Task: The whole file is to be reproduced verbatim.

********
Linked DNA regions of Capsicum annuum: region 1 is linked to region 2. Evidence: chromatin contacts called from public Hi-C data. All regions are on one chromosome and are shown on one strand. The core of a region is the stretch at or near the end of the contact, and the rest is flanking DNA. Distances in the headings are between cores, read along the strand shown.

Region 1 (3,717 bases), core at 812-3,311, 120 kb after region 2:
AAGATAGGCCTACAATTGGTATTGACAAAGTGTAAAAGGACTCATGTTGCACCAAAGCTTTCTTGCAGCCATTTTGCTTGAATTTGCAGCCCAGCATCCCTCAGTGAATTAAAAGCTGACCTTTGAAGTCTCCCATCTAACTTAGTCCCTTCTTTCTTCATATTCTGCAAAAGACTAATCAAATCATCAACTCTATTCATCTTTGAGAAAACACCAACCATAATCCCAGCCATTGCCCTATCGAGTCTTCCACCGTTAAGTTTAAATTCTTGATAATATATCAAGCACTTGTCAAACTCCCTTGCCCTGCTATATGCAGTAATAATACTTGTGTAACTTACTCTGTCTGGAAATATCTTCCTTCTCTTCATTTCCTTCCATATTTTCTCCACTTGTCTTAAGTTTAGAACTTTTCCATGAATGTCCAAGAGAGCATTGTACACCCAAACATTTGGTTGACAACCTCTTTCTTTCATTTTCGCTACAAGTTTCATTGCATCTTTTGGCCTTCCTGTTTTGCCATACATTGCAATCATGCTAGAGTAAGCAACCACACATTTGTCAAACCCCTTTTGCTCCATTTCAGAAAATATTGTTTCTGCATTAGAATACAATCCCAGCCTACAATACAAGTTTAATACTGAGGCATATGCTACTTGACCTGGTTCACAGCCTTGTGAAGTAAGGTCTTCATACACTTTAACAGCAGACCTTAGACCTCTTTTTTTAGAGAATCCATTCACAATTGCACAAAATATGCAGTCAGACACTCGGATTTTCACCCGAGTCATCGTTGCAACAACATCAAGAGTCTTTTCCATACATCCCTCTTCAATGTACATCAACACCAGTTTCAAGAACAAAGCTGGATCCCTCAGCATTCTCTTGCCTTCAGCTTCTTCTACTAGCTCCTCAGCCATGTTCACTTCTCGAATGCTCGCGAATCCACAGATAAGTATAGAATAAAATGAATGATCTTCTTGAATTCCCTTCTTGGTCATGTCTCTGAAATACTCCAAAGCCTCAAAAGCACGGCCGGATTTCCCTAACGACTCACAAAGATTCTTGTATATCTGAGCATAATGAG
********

Linked DNA regions of Capsicum annuum: region 1 is linked to region 2. Evidence: chromatin contacts called from public Hi-C data. All regions are on one chromosome and are shown on one strand. The core of a region is the stretch at or near the end of the contact, and the rest is flanking DNA. Distances in the headings are between cores, read along the strand shown.

Region 1 (3,717 bases), core at 812-3,311, 120 kb after region 2:
AAGATAGGCCTACAATTGGTATTGACAAAGTGTAAAAGGACTCATGTTGCACCAAAGCTTTCTTGCAGCCATTTTGCTTGAATTTGCAGCCCAGCATCCCTCAGTGAATTAAAAGCTGACCTTTGAAGTCTCCCATCTAACTTAGTCCCTTCTTTCTTCATATTCTGCAAAAGACTAATCAAATCATCAACTCTATTCATCTTTGAGAAAACACCAACCATAATCCCAGCCATTGCCCTATCGAGTCTTCCACCGTTAAGTTTAAATTCTTGATAATATATCAAGCACTTGTCAAACTCCCTTGCCCTGCTATATGCAGTAATAATACTTGTGTAACTTACTCTGTCTGGAAATATCTTCCTTCTCTTCATTTCCTTCCATATTTTCTCCACTTGTCTTAAGTTTAGAACTTTTCCATGAATGTCCAAGAGAGCATTGTACACCCAAACATTTGGTTGACAACCTCTTTCTTTCATTTTCGCTACAAGTTTCATTGCATCTTTTGGCCTTCCTGTTTTGCCATACATTGCAATCATGCTAGAGTAAGCAACCACACATTTGTCAAACCCCTTTTGCTCCATTTCAGAAAATATTGTTTCTGCATTAGAATACAATCCCAGCCTACAATACAAGTTTAATACTGAGGCATATGCTACTTGACCTGGTTCACAGCCTTGTGAAGTAAGGTCTTCATACACTTTAACAGCAGACCTTAGACCTCTTTTTTTAGAGAATCCATTCACAATTGCACAAAATATGCAGTCAGACACTCGGATTTTCACCCGAGTCATCGTTGCAACAACATCAAGAGTCTTTTCCATACATCCCTCTTCAATGTACATCAACACCAGTTTCAAGAACAAAGCTGGATCCCTCAGCATTCTCTTGCCTTCAGCTTCTTCTACTAGCTCCTCAGCCATGTTCACTTCTCGAATGCTCGCGAATCCACAGATAAGTATAGAATAAAATGAATGATCTTCTTGAATTCCCTTCTTGGTCATGTCTCTGAAATACTCCAAAGCCTCAAAAGCACGGCCGGATTTCCCTAACGACTCACAAAGATTCTTGTATATCTGAGCATAATGAG